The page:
Communication Class Reflects on Social Media Project 

By Benjamin Camp – Staff Writer

A University of Scranton professor is teaching a first-year seminar class about understanding the iGen Generation. 

The first-year seminar class, “explores the impact of how the smartphones and social media has profoundly impacted every aspect of the coming of age for the students and all members of our society, and understanding the negative effects of social media,” Professor Jack Strain said.  

The project conducted was called the Smartphone and Social Media Audit project.  

Strain created the project for the class because he is worried for his students.  

“I believe that social media and the overuse of the smartphone is changing the social fabric of our society, and is making us less happy,” Strain said.  

Students were expected to track multiple aspects of the project for a total of seven days, including the number of times someone checks their phone and the number of notifications they receive. 

The students also had to track the number of hours they spent on various social media apps, including Instagram, TikTok, Snapchat and others. After, they had to write 500 words explaining their experience with tracking their hours and their mental health state.  

One discovery made was that the average time spent on social media was 28 hours. 

Two students in the first-year seminar class, Michael Casey and Ava Wheeler, who started the project in the middle of September gave their insights on their work.  

Q: What is your favorite social media app? Why is it your favorite?  

A: “Snapchat is my favorite social media app, because it helps me stay in touch with friends and people who go to this school or who do not go to this school,” Casey said. 

A: “My favorite is probably Discord. I use it a lot for communicating with people,” Wheeler said.  

Q: What did you learn from this project?  

A: “It is crazy how much time people really spend on their phones. Even if it is four hours in a week, it is an entire day on your phone,” Casey said.  

A: “I learned that I do not use my phone quite as much as I thought I did, because I’m usually busy with schoolwork. There are some areas where I can cut down, especially with TikTok,” Wheeler said.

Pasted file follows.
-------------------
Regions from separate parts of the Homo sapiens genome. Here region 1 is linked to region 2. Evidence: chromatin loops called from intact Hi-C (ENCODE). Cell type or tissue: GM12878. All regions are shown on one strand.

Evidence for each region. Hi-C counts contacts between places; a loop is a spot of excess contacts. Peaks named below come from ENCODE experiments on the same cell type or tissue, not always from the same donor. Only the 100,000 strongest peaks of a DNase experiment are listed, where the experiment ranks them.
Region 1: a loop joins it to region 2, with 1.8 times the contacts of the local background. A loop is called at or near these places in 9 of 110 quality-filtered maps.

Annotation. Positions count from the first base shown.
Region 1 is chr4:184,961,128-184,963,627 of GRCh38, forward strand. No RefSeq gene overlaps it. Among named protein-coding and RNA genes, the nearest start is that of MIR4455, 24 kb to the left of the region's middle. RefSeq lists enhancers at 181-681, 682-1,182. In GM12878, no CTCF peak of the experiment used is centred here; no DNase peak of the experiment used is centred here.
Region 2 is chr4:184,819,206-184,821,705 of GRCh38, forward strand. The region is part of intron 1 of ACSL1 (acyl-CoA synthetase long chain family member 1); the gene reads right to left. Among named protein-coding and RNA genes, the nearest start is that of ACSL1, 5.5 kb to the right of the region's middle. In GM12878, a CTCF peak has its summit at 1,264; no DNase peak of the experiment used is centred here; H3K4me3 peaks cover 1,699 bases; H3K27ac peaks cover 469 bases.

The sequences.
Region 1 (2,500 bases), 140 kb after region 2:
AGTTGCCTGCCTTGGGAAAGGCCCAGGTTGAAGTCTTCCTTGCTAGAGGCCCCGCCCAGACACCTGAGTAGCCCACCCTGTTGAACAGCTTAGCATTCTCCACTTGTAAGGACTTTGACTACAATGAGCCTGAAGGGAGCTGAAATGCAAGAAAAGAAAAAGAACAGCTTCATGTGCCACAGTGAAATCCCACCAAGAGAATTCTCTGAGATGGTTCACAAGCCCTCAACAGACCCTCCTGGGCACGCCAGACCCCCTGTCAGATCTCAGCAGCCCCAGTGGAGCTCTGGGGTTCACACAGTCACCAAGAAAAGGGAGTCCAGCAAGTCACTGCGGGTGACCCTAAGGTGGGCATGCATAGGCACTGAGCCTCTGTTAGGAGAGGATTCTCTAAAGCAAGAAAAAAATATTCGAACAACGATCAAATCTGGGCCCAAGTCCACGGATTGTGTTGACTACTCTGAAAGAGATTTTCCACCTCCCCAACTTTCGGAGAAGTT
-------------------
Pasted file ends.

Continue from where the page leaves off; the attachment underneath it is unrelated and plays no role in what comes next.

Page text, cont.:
Q: If you were to make any changes based on this project, how would you adapt to that change in your everyday life?  

A: “I have been trying to be in the moment like walking to class and looking at the views,” Caset said.  

A: “I would say setting timers on your phone, because if you go into your settings, you can set a limit. It made me feel less bad with the time I was wasting,” Wheeler said.  

Q: How long do you spend on social media before and after the project? 

A: “Combined maybe two-and-a-half to three, or maybe three and a-half-hours,” Michael said. Around an hour and a half to two. I try to use it a lot less,” Casey said.  

A: “Beforehand, I would spend over an hour on certain apps, especially with TikTok. More of the other applications were not bad, so I was happy with my usage,” Wheeler said. 

Despite the negative connotation social media use might have, Strain doesn’t want students to stop using the platforms.  

“I don’t want them to abstain from social media. I want them to find balance. I think so much for a happy life is about balance,” Strain said.  

He continued by elaborating on the journey to happiness.  

“Their life would have more satisfaction and [be] a little bit happier if they weren’t spending that enormous amount of time. Every individual has to find their number,” Strain said.